“Historically, general purpose, run of the mill malware that leverages SMB and NetBIOS interfaces in the industrial environment are particularly troublesome, with many systems remaining infected many years later.


With the WannaCry/WanaCrypt ransomware in the wild, crossing into industrial control systems would be particularly devastating. Systems requiring real-time interfacing and control influence over physical assets could face safety/critical shutdown, or worse. When thinking about critical services to modern society (power, water, wastewater, etc.), there is a real potential, potentially for the first time ever, where critical services could be suspended due to ransomware. It may be time to rethink critical infrastructure cybersecurity engineering, because if MS17-010 exploiting malware variants are successful, we are clearly doing something wrong.”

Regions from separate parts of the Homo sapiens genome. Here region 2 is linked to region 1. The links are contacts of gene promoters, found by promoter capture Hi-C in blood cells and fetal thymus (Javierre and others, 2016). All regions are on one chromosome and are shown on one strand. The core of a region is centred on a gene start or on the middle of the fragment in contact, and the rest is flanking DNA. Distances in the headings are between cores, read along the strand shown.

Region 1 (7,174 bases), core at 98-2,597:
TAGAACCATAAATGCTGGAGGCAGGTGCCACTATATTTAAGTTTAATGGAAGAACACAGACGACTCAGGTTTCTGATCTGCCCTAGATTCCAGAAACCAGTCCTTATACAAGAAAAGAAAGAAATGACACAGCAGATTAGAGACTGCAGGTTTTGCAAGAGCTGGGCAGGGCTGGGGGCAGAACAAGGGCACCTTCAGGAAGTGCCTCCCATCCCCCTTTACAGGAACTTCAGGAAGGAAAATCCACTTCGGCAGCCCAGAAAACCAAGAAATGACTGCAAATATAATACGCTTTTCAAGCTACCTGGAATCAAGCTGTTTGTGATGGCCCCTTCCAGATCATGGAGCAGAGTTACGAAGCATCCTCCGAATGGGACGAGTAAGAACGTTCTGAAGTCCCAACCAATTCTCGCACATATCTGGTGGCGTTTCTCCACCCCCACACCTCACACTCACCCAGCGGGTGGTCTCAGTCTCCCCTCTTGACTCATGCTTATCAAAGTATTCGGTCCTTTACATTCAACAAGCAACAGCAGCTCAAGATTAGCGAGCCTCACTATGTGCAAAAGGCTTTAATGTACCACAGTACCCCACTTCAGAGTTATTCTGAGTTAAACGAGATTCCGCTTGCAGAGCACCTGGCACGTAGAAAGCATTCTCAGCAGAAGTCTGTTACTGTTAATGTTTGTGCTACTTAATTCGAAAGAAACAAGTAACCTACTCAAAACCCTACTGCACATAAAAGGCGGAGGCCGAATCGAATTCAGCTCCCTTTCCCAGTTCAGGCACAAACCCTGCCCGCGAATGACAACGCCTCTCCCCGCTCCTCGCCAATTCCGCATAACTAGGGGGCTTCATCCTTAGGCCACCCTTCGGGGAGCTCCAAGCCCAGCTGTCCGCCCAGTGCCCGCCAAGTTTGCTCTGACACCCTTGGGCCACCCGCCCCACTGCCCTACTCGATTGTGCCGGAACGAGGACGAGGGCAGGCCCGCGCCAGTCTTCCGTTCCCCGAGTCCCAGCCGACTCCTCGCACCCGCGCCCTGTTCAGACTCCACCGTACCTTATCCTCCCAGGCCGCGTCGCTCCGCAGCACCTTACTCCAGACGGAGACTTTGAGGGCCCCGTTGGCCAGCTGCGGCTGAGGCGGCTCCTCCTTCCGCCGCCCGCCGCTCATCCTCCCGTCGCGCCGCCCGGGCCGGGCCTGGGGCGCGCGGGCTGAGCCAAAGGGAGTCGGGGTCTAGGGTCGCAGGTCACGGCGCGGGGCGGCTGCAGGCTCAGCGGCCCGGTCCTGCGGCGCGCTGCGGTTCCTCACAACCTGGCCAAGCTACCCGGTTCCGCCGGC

Kevin Curran, IEEE Senior Member and Cybersecurity Professor at Ulster University:

“The spread of the attack was brought to a sudden halt when one UK cybersecurity researcher found and inadvertently activated a “kill switch” in the malicious software. It turns out that the virus was coded to check to see if an obscure website address was registered and live and to halt if this was the case. It was effectively a kill switch. This however can easily be overcome in a modified release which is what has already happened. Yes, this has indeed slowed the initial attack but this is only the first wave of such wormable ransomware attacks.


Finally, the warnings that security experts have been sounding for years has finally come to the attention of the public – that is that more money needs to be spent on cybersecurity and that organizations need to run modern patched operating systems and educate their staff in safe computing and of course to simply back up. Regular off premises (or non-network attached) backups would have prevented this modern nightmare.”

Chris Goettl, product manager at Ivanti:

“Most effective malware has the ability to adapt and use a number of exploits to infect and propagate. We are witnessing a jackpot or perfect storm combination that has allowed this attack to be so effective so quickly. It reminds me of incidents like Conficker, where all the right exploits came together to create the Mona Lisa of cyber attacks.